Practice time flies…

when you’re fumbling your way through the E minor scale.

If I ever had any illusions that it would be possible to run out of things to do with a full two hours of practice time a day those illusions are now a distant memory. In fact, I’m learning, it’s quite possible to lose entire afternoons and evenings on four measures (or less) of the Allegretto and/or my new arch nemesis – the E minor scale.

For example, today’s practice session can be broken down as follows:

5 minutes – Long Long Ago (now thoroughly memorized) to check-in on the bowing and warm up the fingers
30 minutes Schroder #12 (aka warmup)
30 minutes E minor
45 minutes Allegretto
15 minutes G Major (just to make myself feel better after the debacle that was the E minor time)

Plus about 10 minutes of recording time, pre-play bow rosening and post-play string cleaning.

The upside, however is that even though E minor makes about as much sense to me as a walrus on a bicycle, it does sound right (according to my tuner), and I’m a little deliriously happy with how good the Schroeder piece sounds even though I’m nowhere near tempo.

In fact, that really is the only thing I’m a little concerned about: I’m nowhere near tempo in any of my pieces at the moment. Even Happy Birthday sounds somewhat like a funeral durge. I’m starting to wonder if I’m just a really slow learner and in my darker moments wondering if I will ever be able to play a piece at the speed for which it was written.

What makes me feel better about all this is the fact that I think I’m developing a pretty good ear, and ability to correct for pitch. Now, if only I could get up to speed.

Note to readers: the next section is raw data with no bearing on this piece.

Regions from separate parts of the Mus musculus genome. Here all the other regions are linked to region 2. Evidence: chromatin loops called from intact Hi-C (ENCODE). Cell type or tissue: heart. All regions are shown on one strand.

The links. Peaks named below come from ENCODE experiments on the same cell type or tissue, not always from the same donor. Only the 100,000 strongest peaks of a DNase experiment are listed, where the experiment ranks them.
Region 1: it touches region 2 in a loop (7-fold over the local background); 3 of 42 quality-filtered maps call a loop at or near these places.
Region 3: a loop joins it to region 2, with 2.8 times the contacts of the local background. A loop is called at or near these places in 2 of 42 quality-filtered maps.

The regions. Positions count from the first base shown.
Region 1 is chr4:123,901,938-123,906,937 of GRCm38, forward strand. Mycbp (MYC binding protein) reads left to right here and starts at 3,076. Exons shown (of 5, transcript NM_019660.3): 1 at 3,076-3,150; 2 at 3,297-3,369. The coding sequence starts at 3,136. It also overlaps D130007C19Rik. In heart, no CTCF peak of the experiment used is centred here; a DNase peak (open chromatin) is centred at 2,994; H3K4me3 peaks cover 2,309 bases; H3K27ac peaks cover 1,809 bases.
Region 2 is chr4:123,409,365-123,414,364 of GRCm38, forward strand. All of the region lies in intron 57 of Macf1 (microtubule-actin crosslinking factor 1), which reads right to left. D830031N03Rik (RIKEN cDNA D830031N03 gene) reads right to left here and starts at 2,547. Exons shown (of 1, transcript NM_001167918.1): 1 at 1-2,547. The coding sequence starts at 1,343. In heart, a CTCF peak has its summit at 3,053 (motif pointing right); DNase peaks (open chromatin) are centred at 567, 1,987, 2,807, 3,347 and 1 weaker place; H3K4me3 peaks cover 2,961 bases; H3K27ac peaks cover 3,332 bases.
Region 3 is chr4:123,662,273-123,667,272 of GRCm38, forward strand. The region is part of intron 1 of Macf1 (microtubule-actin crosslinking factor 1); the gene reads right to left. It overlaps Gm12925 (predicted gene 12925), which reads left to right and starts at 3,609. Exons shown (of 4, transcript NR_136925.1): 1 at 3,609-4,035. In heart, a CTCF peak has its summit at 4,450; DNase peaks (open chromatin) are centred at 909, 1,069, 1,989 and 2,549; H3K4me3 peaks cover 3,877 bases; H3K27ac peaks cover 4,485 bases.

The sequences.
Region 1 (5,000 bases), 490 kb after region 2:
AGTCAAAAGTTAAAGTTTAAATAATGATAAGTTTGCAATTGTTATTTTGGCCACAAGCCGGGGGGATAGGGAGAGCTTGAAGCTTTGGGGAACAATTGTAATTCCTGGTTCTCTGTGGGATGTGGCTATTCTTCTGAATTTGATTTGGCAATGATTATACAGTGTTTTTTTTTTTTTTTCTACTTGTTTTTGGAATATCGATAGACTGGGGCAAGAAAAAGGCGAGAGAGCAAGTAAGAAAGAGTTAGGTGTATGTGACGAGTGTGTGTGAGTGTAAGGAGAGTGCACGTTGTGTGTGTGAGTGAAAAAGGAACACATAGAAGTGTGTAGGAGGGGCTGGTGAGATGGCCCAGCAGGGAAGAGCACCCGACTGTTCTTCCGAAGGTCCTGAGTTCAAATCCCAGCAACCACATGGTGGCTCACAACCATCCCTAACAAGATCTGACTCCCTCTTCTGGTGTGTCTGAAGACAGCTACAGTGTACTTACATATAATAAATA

About Eddie

Watch what happens when you give a writer a cello.
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2 Responses to Practice time flies…

  1. Hi Eddie,
    One good technique to begin working things up to speed is to work in very short fragments – 2 notes to begin with. Set the metronome and prehear the notes. Sing or say them at tempo. Then play them. 2 notes, then 3, maybe up to a whole measure. If you feel tense when you finish, you have played too many notes at once. Repeat until the notes are at tempo and you are relaxed, then add another note. A fun technique, and a way to productively use practice time. Happy practicing! ggp

    • Eddie says:

      Hi GGP,
      I had a “lightbulb moment” when you mentioned being tense at the end as a sign that too many notes had been played at once. I haven’t been interpreting that tension that way (although I wondered why sometimes I’m all wound up at the end of a couple of measures) and that makes a lot of sense. Thanks for the insight!

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